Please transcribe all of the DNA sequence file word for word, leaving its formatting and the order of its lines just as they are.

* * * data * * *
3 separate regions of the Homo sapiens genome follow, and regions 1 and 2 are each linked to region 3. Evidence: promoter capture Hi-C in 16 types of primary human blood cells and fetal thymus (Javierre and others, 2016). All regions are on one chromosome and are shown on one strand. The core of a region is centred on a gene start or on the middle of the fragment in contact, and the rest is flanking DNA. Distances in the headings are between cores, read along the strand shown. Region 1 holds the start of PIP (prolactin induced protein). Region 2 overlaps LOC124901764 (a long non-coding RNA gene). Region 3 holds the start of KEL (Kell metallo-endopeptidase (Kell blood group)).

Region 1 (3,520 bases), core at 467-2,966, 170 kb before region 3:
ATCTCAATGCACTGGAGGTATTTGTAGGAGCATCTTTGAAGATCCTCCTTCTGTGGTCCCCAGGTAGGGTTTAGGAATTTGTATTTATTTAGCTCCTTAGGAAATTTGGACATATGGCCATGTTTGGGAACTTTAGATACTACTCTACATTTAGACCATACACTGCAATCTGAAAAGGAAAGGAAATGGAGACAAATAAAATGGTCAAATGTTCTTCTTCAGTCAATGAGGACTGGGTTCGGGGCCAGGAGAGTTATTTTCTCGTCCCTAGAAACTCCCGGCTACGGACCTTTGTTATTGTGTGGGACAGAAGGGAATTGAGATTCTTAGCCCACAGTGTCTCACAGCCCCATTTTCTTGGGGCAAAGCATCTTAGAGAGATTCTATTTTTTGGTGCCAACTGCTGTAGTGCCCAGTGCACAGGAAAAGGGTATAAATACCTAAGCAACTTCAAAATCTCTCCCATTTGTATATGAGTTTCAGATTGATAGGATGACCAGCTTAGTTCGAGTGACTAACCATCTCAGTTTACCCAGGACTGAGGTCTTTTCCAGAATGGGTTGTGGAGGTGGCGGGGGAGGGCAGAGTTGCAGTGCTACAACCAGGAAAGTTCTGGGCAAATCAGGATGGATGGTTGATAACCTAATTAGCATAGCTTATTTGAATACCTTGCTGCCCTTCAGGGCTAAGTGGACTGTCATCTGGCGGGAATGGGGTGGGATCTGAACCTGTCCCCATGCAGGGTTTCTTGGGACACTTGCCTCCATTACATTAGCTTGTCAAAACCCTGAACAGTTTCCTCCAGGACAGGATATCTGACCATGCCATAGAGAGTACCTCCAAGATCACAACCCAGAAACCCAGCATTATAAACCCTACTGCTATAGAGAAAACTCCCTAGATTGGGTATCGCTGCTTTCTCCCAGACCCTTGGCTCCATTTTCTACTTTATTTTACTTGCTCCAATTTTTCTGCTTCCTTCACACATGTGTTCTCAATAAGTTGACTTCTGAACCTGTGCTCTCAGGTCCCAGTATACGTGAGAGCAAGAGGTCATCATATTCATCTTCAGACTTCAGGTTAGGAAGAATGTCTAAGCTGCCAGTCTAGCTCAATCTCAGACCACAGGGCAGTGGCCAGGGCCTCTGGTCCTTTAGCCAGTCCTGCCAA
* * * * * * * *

3 separate regions of the Homo sapiens genome follow, and regions 1 and 2 are each linked to region 3. Evidence: promoter capture Hi-C in 16 types of primary human blood cells and fetal thymus (Javierre and others, 2016). All regions are on one chromosome and are shown on one strand. The core of a region is centred on a gene start or on the middle of the fragment in contact, and the rest is flanking DNA. Distances in the headings are between cores, read along the strand shown. Region 1 holds the start of PIP (prolactin induced protein). Region 2 overlaps LOC124901764 (a long non-coding RNA gene). Region 3 holds the start of KEL (Kell metallo-endopeptidase (Kell blood group)).

Region 1 (3,520 bases), core at 467-2,966, 170 kb before region 3:
ATCTCAATGCACTGGAGGTATTTGTAGGAGCATCTTTGAAGATCCTCCTTCTGTGGTCCCCAGGTAGGGTTTAGGAATTTGTATTTATTTAGCTCCTTAGGAAATTTGGACATATGGCCATGTTTGGGAACTTTAGATACTACTCTACATTTAGACCATACACTGCAATCTGAAAAGGAAAGGAAATGGAGACAAATAAAATGGTCAAATGTTCTTCTTCAGTCAATGAGGACTGGGTTCGGGGCCAGGAGAGTTATTTTCTCGTCCCTAGAAACTCCCGGCTACGGACCTTTGTTATTGTGTGGGACAGAAGGGAATTGAGATTCTTAGCCCACAGTGTCTCACAGCCCCATTTTCTTGGGGCAAAGCATCTTAGAGAGATTCTATTTTTTGGTGCCAACTGCTGTAGTGCCCAGTGCACAGGAAAAGGGTATAAATACCTAAGCAACTTCAAAATCTCTCCCATTTGTATATGAGTTTCAGATTGATAGGATGACCAGCTTAGTTCGAGTGACTAACCATCTCAGTTTACCCAGGACTGAGGTCTTTTCCAGAATGGGTTGTGGAGGTGGCGGGGGAGGGCAGAGTTGCAGTGCTACAACCAGGAAAGTTCTGGGCAAATCAGGATGGATGGTTGATAACCTAATTAGCATAGCTTATTTGAATACCTTGCTGCCCTTCAGGGCTAAGTGGACTGTCATCTGGCGGGAATGGGGTGGGATCTGAACCTGTCCCCATGCAGGGTTTCTTGGGACACTTGCCTCCATTACATTAGCTTGTCAAAACCCTGAACAGTTTCCTCCAGGACAGGATATCTGACCATGCCATAGAGAGTACCTCCAAGATCACAACCCAGAAACCCAGCATTATAAACCCTACTGCTATAGAGAAAACTCCCTAGATTGGGTATCGCTGCTTTCTCCCAGACCCTTGGCTCCATTTTCTACTTTATTTTACTTGCTCCAATTTTTCTGCTTCCTTCACACATGTGTTCTCAATAAGTTGACTTCTGAACCTGTGCTCTCAGGTCCCAGTATACGTGAGAGCAAGAGGTCATCATATTCATCTTCAGACTTCAGGTTAGGAAGAATGTCTAAGCTGCCAGTCTAGCTCAATCTCAGACCACAGGGCAGTGGCCAGGGCCTCTGGTCCTTTAGCCAGTCCTGCCAA